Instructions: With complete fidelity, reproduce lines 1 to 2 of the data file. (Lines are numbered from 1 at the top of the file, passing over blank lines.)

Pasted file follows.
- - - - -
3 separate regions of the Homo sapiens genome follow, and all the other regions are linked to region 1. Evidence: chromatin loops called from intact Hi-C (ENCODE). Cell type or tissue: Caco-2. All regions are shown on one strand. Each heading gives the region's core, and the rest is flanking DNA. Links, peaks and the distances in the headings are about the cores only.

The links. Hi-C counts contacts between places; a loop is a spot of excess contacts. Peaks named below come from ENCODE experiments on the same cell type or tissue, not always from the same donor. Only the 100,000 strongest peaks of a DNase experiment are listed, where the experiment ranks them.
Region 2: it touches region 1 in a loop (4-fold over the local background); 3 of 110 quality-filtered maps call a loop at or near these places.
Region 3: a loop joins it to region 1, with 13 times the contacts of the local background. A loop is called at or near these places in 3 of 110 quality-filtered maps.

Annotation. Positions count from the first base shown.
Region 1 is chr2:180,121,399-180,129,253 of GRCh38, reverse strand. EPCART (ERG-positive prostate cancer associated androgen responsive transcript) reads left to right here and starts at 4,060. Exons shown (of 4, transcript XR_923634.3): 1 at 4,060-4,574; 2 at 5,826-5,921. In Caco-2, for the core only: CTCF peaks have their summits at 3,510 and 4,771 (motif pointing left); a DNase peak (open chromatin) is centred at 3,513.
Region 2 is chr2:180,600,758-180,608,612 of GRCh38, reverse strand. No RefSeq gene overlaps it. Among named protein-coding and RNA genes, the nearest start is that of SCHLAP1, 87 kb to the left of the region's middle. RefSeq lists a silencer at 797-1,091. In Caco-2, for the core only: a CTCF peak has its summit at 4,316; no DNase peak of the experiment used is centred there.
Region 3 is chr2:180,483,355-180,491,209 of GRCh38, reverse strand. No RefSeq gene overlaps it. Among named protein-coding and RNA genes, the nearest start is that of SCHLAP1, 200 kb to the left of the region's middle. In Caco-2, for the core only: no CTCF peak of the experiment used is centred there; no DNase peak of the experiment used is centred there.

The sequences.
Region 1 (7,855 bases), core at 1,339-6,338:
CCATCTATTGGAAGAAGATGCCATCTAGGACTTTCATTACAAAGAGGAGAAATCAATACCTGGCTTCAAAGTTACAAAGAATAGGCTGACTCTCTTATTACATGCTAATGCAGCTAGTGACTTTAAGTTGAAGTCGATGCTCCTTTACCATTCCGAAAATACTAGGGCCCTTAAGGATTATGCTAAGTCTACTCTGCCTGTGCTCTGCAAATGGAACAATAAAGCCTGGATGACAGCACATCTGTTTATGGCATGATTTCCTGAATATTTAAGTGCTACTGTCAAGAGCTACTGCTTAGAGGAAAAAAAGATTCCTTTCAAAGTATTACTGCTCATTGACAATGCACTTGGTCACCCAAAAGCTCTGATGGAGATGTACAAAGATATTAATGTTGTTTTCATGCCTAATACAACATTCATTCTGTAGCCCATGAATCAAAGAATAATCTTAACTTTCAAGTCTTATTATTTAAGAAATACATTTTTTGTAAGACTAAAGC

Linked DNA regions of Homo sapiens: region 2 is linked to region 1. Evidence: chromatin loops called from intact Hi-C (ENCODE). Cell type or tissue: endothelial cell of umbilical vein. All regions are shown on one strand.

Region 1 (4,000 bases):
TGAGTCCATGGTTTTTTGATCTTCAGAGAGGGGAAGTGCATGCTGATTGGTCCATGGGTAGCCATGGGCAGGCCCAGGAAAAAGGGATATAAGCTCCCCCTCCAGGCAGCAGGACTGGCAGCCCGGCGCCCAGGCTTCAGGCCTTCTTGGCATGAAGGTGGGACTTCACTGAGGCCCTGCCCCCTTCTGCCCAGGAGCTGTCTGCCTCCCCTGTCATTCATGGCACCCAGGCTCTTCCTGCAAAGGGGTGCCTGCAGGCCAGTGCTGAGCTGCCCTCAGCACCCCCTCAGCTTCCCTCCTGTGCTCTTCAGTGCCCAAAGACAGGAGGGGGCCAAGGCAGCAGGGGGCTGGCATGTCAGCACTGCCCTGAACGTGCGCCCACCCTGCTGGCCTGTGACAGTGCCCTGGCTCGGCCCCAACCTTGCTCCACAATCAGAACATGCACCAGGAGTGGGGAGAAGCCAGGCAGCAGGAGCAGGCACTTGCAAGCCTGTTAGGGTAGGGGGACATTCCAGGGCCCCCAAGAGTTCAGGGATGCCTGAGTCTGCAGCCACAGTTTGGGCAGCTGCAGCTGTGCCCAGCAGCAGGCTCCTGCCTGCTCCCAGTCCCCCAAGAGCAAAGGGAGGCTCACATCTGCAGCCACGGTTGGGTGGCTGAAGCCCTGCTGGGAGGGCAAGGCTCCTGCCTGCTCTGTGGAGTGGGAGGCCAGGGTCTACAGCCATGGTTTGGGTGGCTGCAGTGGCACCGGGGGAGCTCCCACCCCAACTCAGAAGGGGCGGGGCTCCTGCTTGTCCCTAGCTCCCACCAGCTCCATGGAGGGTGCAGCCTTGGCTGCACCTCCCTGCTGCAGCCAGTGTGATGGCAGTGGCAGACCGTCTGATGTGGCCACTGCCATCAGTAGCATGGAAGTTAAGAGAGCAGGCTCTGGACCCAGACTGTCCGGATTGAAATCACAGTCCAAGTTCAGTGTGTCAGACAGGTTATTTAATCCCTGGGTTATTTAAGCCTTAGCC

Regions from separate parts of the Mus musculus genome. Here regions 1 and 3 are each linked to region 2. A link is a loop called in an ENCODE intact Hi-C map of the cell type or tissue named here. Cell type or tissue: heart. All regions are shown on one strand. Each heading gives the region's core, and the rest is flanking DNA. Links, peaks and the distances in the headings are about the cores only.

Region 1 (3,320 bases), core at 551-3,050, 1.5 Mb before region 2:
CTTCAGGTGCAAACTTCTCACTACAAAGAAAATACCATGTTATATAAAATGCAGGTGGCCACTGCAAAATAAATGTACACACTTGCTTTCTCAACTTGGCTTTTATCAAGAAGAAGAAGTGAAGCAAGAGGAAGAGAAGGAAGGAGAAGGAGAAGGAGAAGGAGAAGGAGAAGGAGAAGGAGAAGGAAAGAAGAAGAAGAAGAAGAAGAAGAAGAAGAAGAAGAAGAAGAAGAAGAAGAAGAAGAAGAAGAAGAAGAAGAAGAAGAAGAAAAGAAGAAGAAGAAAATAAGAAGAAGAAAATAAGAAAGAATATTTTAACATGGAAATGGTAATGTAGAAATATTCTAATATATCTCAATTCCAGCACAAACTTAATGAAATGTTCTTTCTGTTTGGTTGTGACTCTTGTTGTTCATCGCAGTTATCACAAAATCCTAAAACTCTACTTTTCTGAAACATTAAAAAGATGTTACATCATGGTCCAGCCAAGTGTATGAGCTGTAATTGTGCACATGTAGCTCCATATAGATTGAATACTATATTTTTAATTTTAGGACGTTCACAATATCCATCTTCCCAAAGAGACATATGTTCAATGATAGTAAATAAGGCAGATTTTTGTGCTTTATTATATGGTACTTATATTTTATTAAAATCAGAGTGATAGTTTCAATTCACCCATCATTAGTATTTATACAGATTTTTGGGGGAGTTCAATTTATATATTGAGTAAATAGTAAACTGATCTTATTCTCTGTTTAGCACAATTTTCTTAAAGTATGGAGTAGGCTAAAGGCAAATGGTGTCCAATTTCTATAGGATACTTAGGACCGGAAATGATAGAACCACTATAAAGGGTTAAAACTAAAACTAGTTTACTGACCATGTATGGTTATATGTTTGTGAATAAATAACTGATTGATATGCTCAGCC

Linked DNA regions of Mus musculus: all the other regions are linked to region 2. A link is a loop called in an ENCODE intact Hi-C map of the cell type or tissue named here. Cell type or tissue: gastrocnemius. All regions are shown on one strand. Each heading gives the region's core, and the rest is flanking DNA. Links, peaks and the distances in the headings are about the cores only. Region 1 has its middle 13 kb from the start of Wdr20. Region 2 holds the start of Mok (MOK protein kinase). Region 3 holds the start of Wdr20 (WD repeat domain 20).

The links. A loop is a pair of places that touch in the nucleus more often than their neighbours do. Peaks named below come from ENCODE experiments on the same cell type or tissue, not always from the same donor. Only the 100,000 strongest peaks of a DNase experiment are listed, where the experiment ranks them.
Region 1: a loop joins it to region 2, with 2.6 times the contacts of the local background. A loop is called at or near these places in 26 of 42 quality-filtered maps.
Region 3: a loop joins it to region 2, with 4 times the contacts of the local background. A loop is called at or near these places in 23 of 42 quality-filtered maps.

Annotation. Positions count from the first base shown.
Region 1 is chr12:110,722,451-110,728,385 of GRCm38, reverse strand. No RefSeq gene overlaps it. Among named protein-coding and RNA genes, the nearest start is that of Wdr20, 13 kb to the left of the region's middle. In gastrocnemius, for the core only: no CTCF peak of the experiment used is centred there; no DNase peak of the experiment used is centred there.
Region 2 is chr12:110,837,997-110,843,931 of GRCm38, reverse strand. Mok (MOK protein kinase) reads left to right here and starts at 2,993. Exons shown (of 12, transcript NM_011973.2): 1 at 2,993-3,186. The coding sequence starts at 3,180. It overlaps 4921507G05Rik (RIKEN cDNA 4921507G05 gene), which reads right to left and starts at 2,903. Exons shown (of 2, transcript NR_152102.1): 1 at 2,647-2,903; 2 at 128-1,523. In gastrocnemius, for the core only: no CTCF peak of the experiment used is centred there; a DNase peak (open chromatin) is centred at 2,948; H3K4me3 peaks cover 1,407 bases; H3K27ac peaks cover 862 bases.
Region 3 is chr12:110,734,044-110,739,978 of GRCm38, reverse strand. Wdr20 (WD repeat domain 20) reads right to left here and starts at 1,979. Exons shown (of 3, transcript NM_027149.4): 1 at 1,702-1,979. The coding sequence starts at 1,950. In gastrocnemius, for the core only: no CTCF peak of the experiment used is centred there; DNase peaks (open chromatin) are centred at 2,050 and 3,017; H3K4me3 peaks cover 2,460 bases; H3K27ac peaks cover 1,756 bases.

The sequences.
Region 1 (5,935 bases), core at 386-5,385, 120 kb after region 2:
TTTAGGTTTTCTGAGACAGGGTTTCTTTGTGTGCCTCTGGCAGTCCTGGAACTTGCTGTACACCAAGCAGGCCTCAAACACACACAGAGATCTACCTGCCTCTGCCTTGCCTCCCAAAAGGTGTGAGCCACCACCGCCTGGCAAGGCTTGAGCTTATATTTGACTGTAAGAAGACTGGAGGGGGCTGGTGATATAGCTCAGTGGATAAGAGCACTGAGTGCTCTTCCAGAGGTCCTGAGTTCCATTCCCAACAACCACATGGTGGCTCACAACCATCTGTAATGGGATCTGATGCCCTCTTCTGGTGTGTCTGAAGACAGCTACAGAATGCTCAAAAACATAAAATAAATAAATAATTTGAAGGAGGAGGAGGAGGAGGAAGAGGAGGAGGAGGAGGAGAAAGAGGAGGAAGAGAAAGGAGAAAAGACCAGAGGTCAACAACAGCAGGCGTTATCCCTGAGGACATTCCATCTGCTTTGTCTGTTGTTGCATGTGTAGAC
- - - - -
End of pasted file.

3 separate regions of the Homo sapiens genome follow, and all the other regions are linked to region 1. Evidence: chromatin loops called from intact Hi-C (ENCODE). Cell type or tissue: Caco-2. All regions are shown on one strand. Each heading gives the region's core, and the rest is flanking DNA. Links, peaks and the distances in the headings are about the cores only.

The links. Hi-C counts contacts between places; a loop is a spot of excess contacts. Peaks named below come from ENCODE experiments on the same cell type or tissue, not always from the same donor. Only the 100,000 strongest peaks of a DNase experiment are listed, where the experiment ranks them.